“According to a Microsoft Skype spokesperson, “As was true before the Microsoft acquisition, Skype co-operates with law enforcement agencies as is legally required and technically feasible.” So what the heck does that mean?” It probably just means that Microsoft continues to be an enemy of the population, and furthermore toppling Microsoft is a good thing. █
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Controlling behaviour using money (bribe)
Summary: SUSE developers unite with Microsoft as LibreOffice developers with financial Microsoft ties help advance the agenda of their backers from Microsoft
THE relationship between Go-OO and LibreOffice continues to remind us to be at least somewhat vigilant. Money buys results. As part of Novell’s deal with Microsoft it was required to advance OOXML. It’s a form of bribe, but nothing compared to the other fraudulent activities that Microsoft used to advance OOXML. The elusive format was not even implemented by Microsoft and it led to many incompatibilities. Based on this news, Office continues to be a fragmented mess, which is a way of encouraging everyone to always buy the newest version. To quote: “The newly unveiled productivity suite from Microsoft, Office 2013, won’t be running on older operating systems like Windows XP and Vista it has been revealed.
“As part of Novell’s deal with Microsoft it was required to advance OOXML.”“Office 2013 is said to be only compatible with PCs, laptops or tablets that are running on the latest version of Windows i.e. either Windows 7 or not yet released Windows 8. According to a systems requirements page on Microsoft for Office 2013 customer preview, the Office 2010 successor is only compatible with Windows 7, Windows 8, Windows Server 2008 R2 or Windows Server 2012. This was confirmed by a Microsoft spokesperson.”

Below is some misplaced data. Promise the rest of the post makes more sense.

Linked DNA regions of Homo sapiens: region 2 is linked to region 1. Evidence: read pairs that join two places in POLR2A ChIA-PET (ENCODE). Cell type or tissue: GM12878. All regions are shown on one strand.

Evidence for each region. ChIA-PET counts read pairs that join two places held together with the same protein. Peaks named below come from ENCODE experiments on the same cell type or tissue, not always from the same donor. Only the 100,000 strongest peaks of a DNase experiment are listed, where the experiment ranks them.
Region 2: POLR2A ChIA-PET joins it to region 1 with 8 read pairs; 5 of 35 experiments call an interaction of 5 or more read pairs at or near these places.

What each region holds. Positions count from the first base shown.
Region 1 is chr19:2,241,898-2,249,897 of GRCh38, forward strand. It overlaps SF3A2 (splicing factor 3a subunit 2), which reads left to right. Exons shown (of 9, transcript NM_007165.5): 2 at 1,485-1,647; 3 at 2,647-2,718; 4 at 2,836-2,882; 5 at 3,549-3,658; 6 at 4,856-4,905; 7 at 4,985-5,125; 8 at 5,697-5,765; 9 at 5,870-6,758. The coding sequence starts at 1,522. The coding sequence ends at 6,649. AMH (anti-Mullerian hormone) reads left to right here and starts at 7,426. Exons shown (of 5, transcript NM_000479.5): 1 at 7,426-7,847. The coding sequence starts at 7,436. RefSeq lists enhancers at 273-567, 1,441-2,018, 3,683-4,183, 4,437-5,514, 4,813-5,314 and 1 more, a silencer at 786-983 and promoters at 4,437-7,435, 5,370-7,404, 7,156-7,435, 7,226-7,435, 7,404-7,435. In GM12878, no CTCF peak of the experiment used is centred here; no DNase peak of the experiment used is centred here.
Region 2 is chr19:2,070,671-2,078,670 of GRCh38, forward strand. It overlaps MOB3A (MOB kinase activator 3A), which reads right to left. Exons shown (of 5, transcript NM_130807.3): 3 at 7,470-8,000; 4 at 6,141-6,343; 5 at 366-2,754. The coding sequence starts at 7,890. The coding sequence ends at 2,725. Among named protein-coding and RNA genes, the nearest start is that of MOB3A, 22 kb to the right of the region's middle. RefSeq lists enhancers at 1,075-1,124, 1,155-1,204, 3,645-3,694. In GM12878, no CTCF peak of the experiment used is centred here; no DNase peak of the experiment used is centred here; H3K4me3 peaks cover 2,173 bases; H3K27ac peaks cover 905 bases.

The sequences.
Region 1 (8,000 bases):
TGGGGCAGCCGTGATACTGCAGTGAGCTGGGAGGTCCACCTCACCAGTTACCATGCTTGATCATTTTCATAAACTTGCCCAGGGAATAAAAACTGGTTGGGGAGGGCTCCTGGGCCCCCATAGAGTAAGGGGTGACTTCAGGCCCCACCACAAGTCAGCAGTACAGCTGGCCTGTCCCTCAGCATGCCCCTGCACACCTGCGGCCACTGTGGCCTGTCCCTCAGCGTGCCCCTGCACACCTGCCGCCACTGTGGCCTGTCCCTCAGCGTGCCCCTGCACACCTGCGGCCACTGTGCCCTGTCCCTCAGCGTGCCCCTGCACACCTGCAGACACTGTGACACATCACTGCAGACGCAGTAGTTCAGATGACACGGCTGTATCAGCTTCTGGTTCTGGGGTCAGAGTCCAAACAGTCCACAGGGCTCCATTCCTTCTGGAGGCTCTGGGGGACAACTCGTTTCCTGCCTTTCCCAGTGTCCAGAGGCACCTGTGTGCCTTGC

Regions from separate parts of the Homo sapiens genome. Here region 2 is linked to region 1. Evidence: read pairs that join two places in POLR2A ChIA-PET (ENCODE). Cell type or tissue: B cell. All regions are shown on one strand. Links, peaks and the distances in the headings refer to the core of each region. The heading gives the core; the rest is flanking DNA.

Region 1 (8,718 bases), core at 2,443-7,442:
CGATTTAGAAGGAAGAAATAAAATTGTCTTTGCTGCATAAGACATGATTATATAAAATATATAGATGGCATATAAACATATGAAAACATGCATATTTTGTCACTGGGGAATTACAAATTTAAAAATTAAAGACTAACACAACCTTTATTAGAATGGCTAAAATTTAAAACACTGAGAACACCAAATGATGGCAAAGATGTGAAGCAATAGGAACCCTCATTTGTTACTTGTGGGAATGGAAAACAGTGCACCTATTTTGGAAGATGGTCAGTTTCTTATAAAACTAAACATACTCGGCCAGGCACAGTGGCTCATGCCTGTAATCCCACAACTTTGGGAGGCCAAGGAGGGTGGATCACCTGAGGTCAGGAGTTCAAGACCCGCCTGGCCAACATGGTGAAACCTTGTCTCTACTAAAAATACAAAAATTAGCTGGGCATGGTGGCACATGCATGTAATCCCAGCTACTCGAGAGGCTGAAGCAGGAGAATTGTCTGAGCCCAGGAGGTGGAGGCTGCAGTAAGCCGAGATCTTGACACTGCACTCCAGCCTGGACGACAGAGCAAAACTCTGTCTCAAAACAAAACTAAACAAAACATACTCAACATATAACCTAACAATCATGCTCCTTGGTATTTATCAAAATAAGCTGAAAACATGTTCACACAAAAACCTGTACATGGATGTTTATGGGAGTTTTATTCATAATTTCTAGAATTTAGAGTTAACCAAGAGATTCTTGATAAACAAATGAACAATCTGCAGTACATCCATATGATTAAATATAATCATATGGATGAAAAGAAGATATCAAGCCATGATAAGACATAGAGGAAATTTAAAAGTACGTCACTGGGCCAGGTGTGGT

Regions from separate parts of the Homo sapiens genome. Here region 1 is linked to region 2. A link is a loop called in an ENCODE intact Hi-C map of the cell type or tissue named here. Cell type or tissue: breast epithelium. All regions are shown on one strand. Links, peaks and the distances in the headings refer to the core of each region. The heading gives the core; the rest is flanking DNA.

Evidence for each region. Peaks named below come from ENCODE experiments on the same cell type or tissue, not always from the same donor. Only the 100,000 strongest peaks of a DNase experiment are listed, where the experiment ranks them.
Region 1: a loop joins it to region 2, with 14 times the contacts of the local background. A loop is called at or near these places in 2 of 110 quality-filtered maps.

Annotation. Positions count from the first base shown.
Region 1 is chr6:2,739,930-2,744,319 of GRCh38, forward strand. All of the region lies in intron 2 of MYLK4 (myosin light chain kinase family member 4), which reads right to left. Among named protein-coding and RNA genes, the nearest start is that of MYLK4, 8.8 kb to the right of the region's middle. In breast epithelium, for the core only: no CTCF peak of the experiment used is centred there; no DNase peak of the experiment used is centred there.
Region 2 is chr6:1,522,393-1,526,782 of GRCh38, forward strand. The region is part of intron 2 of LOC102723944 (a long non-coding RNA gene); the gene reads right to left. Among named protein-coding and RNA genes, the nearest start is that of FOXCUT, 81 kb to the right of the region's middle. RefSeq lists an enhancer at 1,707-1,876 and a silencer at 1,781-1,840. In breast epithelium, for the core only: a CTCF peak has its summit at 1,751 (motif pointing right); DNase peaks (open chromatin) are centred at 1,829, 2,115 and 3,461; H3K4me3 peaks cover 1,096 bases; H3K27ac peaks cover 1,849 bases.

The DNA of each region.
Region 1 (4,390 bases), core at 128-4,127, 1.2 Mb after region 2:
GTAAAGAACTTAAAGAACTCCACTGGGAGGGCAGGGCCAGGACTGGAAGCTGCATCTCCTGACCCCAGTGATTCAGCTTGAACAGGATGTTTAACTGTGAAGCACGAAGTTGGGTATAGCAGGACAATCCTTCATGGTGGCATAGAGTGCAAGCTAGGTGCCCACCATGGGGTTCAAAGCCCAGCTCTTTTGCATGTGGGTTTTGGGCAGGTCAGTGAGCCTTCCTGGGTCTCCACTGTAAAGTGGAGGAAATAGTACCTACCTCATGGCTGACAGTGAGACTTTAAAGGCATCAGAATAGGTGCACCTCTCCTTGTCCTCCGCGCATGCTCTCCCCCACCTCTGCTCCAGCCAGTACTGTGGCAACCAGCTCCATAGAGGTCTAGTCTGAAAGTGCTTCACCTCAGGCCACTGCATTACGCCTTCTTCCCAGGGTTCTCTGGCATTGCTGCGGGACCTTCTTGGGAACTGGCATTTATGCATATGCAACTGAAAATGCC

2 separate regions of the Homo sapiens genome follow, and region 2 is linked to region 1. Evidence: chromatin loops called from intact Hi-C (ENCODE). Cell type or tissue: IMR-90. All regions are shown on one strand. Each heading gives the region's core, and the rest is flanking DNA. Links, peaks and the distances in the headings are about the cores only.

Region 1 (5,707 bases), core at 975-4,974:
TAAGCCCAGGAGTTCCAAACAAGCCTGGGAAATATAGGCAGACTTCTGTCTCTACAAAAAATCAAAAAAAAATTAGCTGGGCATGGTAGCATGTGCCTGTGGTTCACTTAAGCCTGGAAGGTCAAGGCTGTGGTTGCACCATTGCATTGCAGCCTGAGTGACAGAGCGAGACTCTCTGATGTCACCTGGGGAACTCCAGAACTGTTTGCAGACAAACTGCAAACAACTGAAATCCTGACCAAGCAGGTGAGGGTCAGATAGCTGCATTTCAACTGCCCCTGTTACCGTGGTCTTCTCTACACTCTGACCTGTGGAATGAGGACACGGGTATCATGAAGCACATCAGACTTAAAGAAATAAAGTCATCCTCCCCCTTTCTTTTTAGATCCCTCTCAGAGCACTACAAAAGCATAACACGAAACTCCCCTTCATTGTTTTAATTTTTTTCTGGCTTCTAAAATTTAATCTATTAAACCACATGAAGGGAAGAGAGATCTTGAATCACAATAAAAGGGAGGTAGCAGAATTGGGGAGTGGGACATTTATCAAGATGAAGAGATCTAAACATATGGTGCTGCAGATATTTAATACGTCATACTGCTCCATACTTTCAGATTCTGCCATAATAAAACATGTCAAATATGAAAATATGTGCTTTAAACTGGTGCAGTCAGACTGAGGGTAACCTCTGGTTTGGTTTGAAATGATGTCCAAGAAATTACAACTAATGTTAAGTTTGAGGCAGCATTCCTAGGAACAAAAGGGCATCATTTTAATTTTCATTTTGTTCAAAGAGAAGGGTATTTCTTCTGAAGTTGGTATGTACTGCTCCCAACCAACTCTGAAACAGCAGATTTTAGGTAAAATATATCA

More interestingly, some body we have heard of before (the so-called “Open Source Business Alliance” which we wrote about before because of rogue agenda), together with SUSE connections (Microsoft-funded), is helping the promotion of OOXML:
Developers from a project hosted by the Open Source Business AllianceGerman language link are working to improve the compatibility of LibreOffice and OpenOffice with Microsoft Office. The German municipalities of Munich, Jena and Freiburg, and the Federal Supreme Court of Switzerland, the Swiss Federal IT Steering Unit (FITSU) and the Swiss Canton of Vaud – who together use OpenOffice on around 18,000 workstations – have jointly raised €140,000 (approximately £109,000) funding for the project.
In December, the OSB Alliance’s Office Interoperability Working Group introduced a specification which mapped out the improvements that need to be made in these areas. The extensions are being implemented by developers from SUSE and by Hamburg-based open source specialists Lanedo.
So here we have SUSE/Novell, once again helping to demote ODF, giving a lift to OOXML in government instead. As for SUSE itself, its latest build is being reviewed:
In overall, I was more comfortable with the KDE version than the Gnome version.